An Iowa bill requiring a safety feature that some engineers say is unnecessary has critics questioning whether the legislation is an attempt to stifle distributed generation.
The legislation, SF 406, would require customer-generators to install an external disconnection device. The device itself would add a few hundred dollars or more to the cost of a solar array or other system, but the bill also would impose daily fines of between $1,000 and $5,000 for any energy generator without one.
The requirement would apply to existing systems as well as new ones, according to state Sen. Tony Bisignano, who introduced the legislation.
Clean-energy advocates in the state have been focused on defeating the bill, which they see as an effort to discourage rooftop solar installations, in particular, by piling on an additional – and needless – cost.
“This is something that’s coming from the utility behemoths through the IBEW (International Brotherhood of Electrical Workers),” said Barry Shear, the president and owner of Eagle Point Solar in Dubuque. “They’re the ones pushing this.”
“It’s a well-designed play to talk safety, but it’s really designed to be a barrier to solar,” said Josh Mandelbaum, a staff attorney in Des Moines with the Environmental Law & Policy Center.
Mandelbaum questions why the union didn’t raise concerns about the issue when it submitted comments to the Iowa Utilities Board on distributed generation last year.
“This is exactly the type of issue that would have been appropriate to raise at that time,” Mandelbaum said, “and they were silent. That, to me, suggests that something else is at play.”
‘Create some uniformity’
Bisignano said he introduced the bill to ensure the safety of utility workers making repairs in the event of a power outage. He said repair workers must be assured in such a scenario that no power is coming into the grid from distributed generators, and the only way to be certain of that is for the linemen to manually disconnect any solar panels in the affected area.
Michael Coddington, a senior electrical engineering researcher for the National Renewable Energy Laboratory, doesn’t buy it.
“It’s just….an effort to create barriers to deploying PV,” he said. “When I see these rules enacted, it’s clear the devices won’t be used, and will add cost.”
Bisignano maintains that he “would not want to discourage any alternative renewable energy. That would not be my intention by any means. This bill would ensure that there is no opportunity for energy personnel or electrical workers to be electrocuted. That’s the long and short of why I filed the bill.”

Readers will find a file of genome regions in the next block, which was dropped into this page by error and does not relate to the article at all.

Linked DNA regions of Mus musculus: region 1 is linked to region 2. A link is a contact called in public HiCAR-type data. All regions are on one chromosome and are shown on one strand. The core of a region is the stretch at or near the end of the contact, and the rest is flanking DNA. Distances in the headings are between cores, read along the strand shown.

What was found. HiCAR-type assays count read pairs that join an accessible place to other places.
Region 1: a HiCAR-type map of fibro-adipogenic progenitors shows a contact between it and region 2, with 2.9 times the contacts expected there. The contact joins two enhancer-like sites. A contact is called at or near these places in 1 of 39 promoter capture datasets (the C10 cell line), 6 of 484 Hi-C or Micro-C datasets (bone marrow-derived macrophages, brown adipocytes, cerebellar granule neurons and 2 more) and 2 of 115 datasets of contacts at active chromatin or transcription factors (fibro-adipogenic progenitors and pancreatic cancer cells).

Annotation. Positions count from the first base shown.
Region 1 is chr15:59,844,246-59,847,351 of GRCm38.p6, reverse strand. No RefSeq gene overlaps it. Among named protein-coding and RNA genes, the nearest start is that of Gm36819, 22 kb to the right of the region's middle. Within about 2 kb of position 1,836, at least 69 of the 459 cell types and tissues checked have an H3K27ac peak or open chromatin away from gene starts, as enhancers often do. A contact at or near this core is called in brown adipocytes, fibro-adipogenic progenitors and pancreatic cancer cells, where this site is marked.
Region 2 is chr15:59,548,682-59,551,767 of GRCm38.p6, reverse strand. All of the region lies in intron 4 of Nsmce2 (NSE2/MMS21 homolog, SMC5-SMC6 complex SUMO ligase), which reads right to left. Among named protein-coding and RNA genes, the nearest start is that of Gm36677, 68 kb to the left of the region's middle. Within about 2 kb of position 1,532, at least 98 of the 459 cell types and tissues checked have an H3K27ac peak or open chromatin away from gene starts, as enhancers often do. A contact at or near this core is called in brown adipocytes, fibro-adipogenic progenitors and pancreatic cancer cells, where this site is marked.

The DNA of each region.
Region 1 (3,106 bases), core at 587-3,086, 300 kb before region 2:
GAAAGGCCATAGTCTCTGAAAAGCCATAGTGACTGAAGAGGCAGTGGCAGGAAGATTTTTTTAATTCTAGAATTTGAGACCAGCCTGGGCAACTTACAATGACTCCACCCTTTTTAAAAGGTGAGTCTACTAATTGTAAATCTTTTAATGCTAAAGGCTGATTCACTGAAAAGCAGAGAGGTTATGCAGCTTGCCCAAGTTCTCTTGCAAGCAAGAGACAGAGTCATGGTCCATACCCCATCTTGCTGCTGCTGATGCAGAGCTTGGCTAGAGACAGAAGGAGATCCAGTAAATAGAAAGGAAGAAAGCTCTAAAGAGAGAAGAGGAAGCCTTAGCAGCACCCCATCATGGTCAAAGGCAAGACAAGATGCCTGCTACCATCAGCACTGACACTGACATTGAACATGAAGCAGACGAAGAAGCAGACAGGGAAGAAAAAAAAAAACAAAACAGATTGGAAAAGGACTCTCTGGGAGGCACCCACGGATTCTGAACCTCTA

In fact, Iowa’s two major investor-owned utilities, MidAmerican Energy and Alliant, and nearly all of the state’s rural electric co-ops already require their customers to install external disconnect switches. Currently, Iowa leaves requiring the devices at utilities’ discretion.
So why would they support a bill mandating a device they’ve already chosen to require?
Alliant spokesman Justin Foss says the bill “is not about requiring the disconnect. It’s about requiring the uniform placement of the switch.”
Utility linemen and other possibly other electricians looking for these switches need to know where they are, he said. Hence, the need for consistency in their location. The bill does state in some detail where the switches should be placed.
“Our hope with this bill is that we could create some uniformity on the grid,” Foss said. “While there are many different utilities, there is one grid.
But wherever the switch is installed, it’s still redundant and unnecessary, according to a 2008 study done by the National Renewable Energy Laboratory.
Coddington, one of the study’s authors, argued in the paper that there are at least a half-dozen procedures and technologies, now in effect, that prevent power from a small solar array from backfeeding onto a grid – and electrocuting someone in the process.
Rooftop solar panels have inverters, devices that change direct current to alternating current. They only send power out to the grid when they sense power coming from the grid, Coddington said, meaning that when an outage occurs, a home solar system cannot send power out to the grid. Sending a utility worker to shut off a disconnect switch is simply redundant, he said.
It’s also time-consuming, he pointed out, at a time when utilities are under pressure to restore power as quickly as possible.
Eagle Point’s Barry Shear concurred, saying, “From a technical standpoint, it’s completely unnecessary.”
Coddington pointed out that standard safety protocol requires utility workers to assume all electrical systems are carrying power, and to dress and use tools that would insulate them from live wires. Utility workers who follow standard procedures would not have a problem, he said, even in the highly unlikely event that a solar system was feeding power back to a grid experiencing a power outage.
While Iowa is considering adopting an external-disconnector requirement, the NREL report documents a move away from that in other states. As of 2008, utility regulators in eight states had eliminated their EDS requirement. Another nine states had decided to allow utilities to make their own decisions in the matter.
In solar-heavy California, two large utilities dropped their requirement that solar arrays have external disconnect switches.
The reason, according to Coddington: “People started asking them the hard questions.”